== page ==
29th September: The conditions looked good so I headed to an East Cork mark that can fish well in relatively calm weather. The water was still rather coloured but better than it had been through most of the summer. I worked my way eastwards with the rising tide but nothing was biting. After a couple of hours I got the eastern end of the bay. I tried a few soft plastics first then put on a Feed Shallow. After a few casts the lure was snatched by a bass about 25 m out. It wasn't a big fish with a length of 47 cm but fought well all the same.
I had another three takes in fairly quick succession after that, the first was only lightly hooked and came off after a few seconds, the second stayed on a bit longer before breaking off. The third stayed on all the way in, I had it at my feet and was trying to surf it on to the rock platform on the crest of a wave, but just as the wave lifted it the fish flipped over and shook the hook.
The tide pushed me back and I began fishing into narrow gulleys along the flank of a small embayment. As it was fairly deep water here I switched to a Zonk Gataride. After a few casts a small fish made a lunge for the lure and was on for a few seconds. I don't think it was a bass - more like a coalfish. However, shortly afterwards the lure was snatched by a bass right at my feet. As it was in so close it only took a few seconds to land, it was a plump 44 cm bass,
As the light began to fade the pollock came on the feed. I had about six plus one coalfish in quick succession, but no more bass.
4th October: I headed to a mark which had produced a few bass in mid-September in the last few hours to high tide. I arrived about an hour before dusk. The sea was much rougher than I had anticipated. I was not too hopeful of catching anything at all but thought I may as well give it a go since I had driven all the way there. I used lures that have a fair bit of movement, such as the Savagear sandeel and the Zonk Gataride. After about 40 minutes a Gataride was hit by a fish about 30 m out. It fought very strongly and stayed deep all the way in to the edge of the shore. I was convinced it was a pollock until I eventually raised it to the surface and saw that it was a bass. Since I was standing on a ledge 1.5 m above the sea level for safety as big swells were crashing onto the rocks I had to try to land the fish on the crest of a wave. The fish had other ideas but eventually I got it on the rocks to a place where I could safely grab it. It was a very well fed 54 cm bass. Unfortunately in the struggle to land the fish the vane on the Gataride was broken off.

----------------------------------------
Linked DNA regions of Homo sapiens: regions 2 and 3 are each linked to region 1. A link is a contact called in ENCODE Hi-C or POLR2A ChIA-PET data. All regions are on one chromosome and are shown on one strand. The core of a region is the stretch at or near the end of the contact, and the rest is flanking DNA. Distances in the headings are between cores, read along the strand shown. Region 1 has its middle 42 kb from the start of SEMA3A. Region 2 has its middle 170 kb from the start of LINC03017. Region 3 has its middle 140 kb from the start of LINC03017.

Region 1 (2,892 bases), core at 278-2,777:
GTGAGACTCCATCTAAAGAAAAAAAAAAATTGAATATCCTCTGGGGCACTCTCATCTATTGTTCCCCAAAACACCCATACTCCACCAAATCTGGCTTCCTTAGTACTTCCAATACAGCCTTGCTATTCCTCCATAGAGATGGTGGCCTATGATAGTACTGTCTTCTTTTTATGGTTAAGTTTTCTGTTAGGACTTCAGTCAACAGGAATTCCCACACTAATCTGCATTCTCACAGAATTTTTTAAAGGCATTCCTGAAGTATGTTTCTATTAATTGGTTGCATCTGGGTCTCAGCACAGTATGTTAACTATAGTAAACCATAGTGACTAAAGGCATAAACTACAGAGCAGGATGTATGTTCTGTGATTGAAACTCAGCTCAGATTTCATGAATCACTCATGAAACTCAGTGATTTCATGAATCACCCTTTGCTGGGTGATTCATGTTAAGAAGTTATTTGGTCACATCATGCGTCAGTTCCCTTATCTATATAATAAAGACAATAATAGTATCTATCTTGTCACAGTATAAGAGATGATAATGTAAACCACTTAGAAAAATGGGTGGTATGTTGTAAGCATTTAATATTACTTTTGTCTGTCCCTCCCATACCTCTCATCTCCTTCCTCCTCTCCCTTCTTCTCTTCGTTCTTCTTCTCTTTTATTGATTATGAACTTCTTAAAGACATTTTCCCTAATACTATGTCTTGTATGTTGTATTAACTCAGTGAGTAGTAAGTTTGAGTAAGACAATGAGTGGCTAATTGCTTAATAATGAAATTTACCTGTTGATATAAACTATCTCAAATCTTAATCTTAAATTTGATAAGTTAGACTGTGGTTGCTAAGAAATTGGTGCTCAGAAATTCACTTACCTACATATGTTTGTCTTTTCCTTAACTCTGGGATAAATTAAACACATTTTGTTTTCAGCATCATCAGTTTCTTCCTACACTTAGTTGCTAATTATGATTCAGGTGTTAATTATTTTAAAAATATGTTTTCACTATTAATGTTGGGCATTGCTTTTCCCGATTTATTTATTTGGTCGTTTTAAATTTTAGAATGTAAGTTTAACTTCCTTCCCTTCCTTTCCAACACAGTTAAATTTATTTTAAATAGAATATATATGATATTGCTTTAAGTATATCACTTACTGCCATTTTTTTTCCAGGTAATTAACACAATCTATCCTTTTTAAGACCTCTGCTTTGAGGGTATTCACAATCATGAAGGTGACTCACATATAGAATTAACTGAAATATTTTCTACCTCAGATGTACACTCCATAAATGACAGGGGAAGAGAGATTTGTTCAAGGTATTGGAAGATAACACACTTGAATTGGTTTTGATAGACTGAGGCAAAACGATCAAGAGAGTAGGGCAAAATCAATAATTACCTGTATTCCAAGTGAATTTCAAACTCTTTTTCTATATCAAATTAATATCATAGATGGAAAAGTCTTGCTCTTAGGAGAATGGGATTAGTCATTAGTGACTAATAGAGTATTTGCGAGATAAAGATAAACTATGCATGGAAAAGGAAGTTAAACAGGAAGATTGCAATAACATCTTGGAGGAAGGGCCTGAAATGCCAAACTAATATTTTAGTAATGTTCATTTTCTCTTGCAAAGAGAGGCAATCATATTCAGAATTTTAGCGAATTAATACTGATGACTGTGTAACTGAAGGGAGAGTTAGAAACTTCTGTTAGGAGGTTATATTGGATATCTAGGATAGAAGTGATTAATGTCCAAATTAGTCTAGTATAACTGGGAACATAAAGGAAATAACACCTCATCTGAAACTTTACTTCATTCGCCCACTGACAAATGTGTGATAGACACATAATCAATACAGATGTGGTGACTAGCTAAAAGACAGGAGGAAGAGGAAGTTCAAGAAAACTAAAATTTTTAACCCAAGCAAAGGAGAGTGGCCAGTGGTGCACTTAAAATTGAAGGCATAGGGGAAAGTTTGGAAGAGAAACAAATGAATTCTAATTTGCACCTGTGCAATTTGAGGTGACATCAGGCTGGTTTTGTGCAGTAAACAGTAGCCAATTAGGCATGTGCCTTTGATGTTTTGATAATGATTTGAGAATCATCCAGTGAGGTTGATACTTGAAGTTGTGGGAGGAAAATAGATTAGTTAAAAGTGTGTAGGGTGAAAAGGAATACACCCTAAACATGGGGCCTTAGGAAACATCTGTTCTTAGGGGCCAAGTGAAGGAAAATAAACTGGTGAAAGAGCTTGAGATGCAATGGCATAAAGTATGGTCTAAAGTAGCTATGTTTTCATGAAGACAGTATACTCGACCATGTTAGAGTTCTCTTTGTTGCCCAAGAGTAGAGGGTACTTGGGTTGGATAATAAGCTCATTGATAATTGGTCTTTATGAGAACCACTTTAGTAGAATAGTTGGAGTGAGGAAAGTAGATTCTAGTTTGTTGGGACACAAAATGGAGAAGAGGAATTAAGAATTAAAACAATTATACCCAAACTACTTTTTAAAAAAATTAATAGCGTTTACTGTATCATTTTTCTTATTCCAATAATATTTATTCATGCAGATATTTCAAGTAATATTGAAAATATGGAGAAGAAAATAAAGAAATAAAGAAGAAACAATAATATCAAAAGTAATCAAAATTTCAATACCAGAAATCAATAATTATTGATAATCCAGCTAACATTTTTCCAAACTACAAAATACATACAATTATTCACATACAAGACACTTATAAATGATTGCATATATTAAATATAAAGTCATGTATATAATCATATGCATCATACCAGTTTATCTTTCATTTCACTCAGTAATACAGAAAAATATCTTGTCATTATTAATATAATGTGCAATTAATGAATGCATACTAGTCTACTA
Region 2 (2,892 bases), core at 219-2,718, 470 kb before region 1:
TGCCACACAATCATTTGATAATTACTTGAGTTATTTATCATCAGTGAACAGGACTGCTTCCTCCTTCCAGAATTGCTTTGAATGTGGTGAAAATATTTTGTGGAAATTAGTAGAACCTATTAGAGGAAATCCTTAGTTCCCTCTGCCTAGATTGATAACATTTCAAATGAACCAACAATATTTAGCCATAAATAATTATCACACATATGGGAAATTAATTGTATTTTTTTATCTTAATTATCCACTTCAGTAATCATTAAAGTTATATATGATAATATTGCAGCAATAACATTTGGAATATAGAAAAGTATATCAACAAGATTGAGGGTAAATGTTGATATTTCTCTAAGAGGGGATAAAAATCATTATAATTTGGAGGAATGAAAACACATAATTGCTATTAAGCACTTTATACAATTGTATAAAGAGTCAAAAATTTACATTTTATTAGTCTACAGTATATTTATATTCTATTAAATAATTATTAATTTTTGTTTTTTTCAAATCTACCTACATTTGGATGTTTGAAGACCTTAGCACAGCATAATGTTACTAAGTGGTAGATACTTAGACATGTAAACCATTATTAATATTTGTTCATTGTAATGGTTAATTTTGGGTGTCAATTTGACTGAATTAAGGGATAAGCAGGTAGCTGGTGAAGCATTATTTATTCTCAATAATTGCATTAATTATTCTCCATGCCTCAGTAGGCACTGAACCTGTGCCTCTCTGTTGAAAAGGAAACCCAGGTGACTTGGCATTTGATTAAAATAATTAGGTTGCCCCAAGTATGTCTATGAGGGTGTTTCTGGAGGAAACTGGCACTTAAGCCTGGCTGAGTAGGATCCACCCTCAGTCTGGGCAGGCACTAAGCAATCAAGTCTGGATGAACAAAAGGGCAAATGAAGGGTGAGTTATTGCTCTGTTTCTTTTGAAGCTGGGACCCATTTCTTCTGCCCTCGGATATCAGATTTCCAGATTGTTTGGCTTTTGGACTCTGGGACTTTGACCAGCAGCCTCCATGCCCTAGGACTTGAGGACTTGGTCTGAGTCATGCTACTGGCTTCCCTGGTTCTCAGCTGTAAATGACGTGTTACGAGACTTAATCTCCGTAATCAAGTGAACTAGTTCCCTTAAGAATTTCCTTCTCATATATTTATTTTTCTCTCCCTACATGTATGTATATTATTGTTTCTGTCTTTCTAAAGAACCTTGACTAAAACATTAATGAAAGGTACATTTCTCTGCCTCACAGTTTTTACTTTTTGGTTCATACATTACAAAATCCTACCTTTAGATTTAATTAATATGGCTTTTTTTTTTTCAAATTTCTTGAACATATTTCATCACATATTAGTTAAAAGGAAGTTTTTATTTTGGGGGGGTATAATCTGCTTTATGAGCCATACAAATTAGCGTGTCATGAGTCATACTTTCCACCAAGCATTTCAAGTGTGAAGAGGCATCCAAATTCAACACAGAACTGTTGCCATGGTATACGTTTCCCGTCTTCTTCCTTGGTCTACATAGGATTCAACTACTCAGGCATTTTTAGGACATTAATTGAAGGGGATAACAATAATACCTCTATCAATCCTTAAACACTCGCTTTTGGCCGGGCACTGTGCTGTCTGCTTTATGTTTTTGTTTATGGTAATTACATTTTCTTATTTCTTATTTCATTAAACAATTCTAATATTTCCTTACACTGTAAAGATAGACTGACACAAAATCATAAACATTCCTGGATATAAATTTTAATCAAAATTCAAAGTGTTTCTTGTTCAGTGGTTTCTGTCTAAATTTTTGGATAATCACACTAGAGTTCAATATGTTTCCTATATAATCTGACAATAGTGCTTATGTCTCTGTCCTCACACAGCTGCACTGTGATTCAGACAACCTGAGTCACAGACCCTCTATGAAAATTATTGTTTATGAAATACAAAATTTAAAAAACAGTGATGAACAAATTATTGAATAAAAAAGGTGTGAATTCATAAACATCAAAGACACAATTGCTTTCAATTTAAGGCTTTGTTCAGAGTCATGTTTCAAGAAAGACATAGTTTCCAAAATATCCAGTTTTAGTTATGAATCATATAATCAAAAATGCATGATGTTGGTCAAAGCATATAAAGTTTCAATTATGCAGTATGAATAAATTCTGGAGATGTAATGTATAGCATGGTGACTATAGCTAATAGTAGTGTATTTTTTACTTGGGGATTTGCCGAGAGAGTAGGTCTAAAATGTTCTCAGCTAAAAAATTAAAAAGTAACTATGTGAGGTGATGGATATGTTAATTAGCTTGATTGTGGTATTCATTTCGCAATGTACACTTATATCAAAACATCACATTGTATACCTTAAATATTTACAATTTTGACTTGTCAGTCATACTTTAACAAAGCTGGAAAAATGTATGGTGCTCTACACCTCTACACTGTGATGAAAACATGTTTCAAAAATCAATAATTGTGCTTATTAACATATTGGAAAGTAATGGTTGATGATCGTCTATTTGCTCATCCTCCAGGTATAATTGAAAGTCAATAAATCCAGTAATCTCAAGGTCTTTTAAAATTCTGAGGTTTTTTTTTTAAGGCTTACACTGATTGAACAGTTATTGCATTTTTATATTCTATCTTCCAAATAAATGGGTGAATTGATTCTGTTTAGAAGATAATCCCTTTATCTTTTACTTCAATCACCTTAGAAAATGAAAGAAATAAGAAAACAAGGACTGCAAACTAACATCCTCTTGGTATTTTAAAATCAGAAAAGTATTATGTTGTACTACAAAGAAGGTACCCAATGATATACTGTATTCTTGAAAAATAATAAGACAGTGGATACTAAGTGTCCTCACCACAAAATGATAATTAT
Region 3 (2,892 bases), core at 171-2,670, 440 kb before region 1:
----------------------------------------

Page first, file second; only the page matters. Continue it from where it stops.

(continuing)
I switched to a large Savagear silver/white sandeel. A little later I had a bass take the lure about 20 m out. This put up a good fight but I was faced with the same problem of landing the fish. I tried to surf it onto the rocks on the breaking waves three times but it was a larger, more powerful fish and wasn't going to be taken so easily. On the third attempt as the fish slid back the braid caught on the edge of the rocks and snapped!!!!
Next time I fish there I must remember to bring a landing net!!!
Close to dusk the fishing began to improve. First I had a pollock of about 3-3.5 lbs on a large Savagear Sandeel followed shortly afterwards by a 48 cm bass on the same lure.
After that I could feel plenty of fish hitting the lure but they were not hooked, probably smaller pollock that couldn't get their mouths around the larger lure. I switched to a yellow tailed jellyworm and shortly afterwards it was taken by a small pollock. However, since I was really interested in bass I put on my last Zonk Gataride and fished on for a while but there was no more interest.
13th October: This was another nice Saturday - three good Saturdays in a row - that was something we did not experience throughout the entire summer!!! I headed to a West Waterford mark where I had some good bass last year but so far this year had fished very poorly. I reckoned it might be time to try there again. The water was quite clear so it looked promising but unfortunately the fish didn't think so. I worked my way westwards for several hours without a sign of a fish. I reached the western end of the bay which has a deeper water gulley. It was now close to high tide so I thought I would try for pollock. I got a few but they were small, 1-1.5 lbs. I began to work my way back, got to a small bay close to dusk and could see some fish activity on the surface. I fished a variety of lures and caught a number of pollock and a few coalfish but no bass. The total for the day was 13 pollock and 2 coalfish, but all fish were small, nothing over 1.5 lbs.
14th October: Another nice day so I headed out in the late morning to catch the start of the rising tide at a favourite East Cork mark. There was a moderate westerly wind blowing parallel to the shore which flattened out the swell but the water was still quite coloured. I worked my way eastwards without a bite. I got the eastern end of the bay about 2.5 hours before high tide. The rising tide had brought in clear water but still there was nothing. Then a large Savagear sandeel was grabbed by a bass about 40 m out. I had it on for about a minute before it shook the hook. But at least that indicated there were fish there.
A little later a small shoal of mackeral chased a shoal of small fish into the corner of the bay. I had a go at fishing for them as a diversion, got two on Xlayers and another on an Asturie but then they moved on. A little later close to dusk I noticed some more activity on the surface in the same area. I thought the mackeral were back but it was pollock and coalfish chasing the sprat. I caught about 10 pollock (1-2.5 lbs) and two coalfish mostly on Xlayers. I was hoping that there might be a few bass joining in the feeding frenzy and fished across the area with a Gataride, Feed Shallows and several other lures without any interest.